The balance sheet of almost any Forbes Global 2000 company would show entries for assets such as property, cash, equipment and accounts receivable. Unfortunately, one item that is not seen in the asset section of the balance sheet is data. Data is every bit as valuable as property, equipment and accounts receivable. Low-quality data, poorly understood data, mismanaged data, redundant applications and poorly built applications prevent companies from effectively managing their other assets. How can a company convert accounts receivable into cash when the accounts receivable system has transaction records with data quality issues that prevent them from ever becoming billable? Moreover, all of the needlessly redundant applications create a substantial cost drain on the enterprise's cash assets.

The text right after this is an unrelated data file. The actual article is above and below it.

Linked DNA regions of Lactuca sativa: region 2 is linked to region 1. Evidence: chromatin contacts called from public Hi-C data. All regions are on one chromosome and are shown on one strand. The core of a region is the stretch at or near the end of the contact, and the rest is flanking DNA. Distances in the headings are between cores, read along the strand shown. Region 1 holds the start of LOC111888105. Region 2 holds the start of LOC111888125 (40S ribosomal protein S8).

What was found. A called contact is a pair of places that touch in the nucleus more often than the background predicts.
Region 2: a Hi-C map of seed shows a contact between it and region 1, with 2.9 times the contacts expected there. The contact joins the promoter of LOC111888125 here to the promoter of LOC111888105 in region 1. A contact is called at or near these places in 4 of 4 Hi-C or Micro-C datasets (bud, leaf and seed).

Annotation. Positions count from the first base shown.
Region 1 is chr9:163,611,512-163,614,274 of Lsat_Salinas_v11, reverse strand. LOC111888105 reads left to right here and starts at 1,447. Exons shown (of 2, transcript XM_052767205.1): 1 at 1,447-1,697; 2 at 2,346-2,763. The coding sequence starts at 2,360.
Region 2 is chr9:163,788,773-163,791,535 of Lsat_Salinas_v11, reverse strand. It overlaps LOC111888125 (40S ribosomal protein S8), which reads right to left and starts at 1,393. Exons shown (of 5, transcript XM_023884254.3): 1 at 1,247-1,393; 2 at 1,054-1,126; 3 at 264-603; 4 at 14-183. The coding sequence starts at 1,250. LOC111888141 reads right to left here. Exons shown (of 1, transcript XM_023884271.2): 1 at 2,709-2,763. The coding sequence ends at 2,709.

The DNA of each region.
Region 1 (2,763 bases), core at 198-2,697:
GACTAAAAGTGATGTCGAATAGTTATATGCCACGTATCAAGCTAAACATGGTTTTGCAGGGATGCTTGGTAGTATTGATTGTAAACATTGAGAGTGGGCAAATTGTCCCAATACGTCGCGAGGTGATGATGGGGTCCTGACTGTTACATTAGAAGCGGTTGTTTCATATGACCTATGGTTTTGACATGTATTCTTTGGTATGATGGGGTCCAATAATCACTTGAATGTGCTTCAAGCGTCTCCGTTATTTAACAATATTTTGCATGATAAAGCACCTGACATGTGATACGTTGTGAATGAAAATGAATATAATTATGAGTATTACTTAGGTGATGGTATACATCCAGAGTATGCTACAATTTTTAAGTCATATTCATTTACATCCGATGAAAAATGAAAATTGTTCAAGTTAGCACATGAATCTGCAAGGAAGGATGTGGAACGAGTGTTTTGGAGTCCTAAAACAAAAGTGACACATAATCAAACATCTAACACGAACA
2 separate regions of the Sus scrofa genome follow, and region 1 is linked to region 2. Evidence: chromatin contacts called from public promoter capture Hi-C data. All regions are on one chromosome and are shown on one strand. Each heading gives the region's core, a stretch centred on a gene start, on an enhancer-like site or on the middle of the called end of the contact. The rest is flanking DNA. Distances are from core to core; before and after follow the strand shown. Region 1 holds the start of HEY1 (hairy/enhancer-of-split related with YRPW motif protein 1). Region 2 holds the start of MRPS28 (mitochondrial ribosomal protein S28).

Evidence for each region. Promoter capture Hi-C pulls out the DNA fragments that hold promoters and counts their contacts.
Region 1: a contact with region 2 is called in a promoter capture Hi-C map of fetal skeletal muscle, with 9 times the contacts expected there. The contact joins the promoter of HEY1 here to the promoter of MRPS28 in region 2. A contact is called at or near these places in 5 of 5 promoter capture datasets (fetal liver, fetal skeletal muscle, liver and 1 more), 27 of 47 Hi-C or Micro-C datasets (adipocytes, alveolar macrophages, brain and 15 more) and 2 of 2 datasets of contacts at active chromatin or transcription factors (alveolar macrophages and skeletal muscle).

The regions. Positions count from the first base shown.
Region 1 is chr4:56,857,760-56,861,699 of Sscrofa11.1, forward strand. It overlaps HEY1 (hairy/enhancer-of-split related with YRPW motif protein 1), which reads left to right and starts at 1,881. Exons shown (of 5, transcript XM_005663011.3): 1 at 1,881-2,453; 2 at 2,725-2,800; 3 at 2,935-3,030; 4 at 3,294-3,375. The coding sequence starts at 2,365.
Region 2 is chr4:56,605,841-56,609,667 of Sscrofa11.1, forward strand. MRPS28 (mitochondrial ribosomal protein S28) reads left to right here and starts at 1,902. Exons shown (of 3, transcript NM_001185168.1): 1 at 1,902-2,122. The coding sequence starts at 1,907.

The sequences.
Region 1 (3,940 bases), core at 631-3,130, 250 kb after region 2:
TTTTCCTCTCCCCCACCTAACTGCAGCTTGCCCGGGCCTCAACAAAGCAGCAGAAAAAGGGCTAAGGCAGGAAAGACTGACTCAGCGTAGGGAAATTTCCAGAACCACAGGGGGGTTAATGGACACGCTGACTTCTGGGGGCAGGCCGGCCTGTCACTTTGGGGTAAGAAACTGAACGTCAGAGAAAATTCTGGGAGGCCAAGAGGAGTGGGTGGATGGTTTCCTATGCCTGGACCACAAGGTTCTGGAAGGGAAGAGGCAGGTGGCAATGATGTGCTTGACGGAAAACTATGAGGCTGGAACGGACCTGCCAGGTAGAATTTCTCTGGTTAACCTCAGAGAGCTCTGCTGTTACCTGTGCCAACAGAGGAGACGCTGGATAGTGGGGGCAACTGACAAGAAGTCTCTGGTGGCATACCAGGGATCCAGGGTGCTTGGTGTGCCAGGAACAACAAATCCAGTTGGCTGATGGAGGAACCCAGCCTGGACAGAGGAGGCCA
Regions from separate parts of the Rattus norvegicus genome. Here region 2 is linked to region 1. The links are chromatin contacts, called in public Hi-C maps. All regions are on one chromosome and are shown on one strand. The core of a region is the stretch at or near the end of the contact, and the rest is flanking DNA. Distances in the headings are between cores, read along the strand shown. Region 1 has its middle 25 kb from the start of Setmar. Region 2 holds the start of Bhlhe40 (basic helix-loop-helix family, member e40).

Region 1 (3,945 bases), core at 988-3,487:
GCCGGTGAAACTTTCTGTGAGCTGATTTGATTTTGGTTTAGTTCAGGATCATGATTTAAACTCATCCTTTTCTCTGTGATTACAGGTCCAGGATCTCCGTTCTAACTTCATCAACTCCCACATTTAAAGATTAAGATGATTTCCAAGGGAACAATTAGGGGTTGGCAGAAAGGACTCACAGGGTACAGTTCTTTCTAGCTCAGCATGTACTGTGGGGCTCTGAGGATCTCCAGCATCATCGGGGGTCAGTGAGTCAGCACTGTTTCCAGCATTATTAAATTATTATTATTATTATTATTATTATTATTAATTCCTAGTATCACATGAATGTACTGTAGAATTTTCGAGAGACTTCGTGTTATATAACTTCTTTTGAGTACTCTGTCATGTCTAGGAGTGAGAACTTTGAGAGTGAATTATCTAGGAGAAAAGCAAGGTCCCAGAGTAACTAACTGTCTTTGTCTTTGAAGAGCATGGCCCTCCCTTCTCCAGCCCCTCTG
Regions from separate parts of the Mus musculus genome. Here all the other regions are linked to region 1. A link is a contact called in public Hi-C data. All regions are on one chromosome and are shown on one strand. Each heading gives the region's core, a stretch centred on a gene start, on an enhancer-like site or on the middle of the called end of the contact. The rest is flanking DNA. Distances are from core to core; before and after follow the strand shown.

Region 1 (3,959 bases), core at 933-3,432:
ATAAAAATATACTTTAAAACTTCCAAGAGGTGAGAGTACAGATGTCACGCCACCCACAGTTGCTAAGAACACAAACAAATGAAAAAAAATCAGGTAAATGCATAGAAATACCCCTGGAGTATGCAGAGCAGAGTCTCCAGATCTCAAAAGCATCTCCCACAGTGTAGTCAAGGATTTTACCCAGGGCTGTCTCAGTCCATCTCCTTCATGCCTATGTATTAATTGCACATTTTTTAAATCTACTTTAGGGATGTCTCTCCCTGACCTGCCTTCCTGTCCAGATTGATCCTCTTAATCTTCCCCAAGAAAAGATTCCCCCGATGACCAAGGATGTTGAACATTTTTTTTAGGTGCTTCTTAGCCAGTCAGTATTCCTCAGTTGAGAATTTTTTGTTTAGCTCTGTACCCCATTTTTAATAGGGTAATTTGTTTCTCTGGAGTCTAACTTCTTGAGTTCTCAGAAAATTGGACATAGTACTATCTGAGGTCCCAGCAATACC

This is an especially important concept because all companies are desperately trying to increase shareholder value. Corporate executives spend numerous hours looking for ways to increase the value of their companies because 95 percent of these executives' compensations are directly linked to shareholder value. They realize that shareholder value is tied not just to the assets on the balance sheet but also to nonphysical factors (e.g., intellectual capital, customer loyalty, brand recognition, etc.). Moreover, CEOs and CIOs are using successful technology implementations as trophies to improve shareholder value by enhancing the company's reputation as an innovator and by attracting better employee talent.

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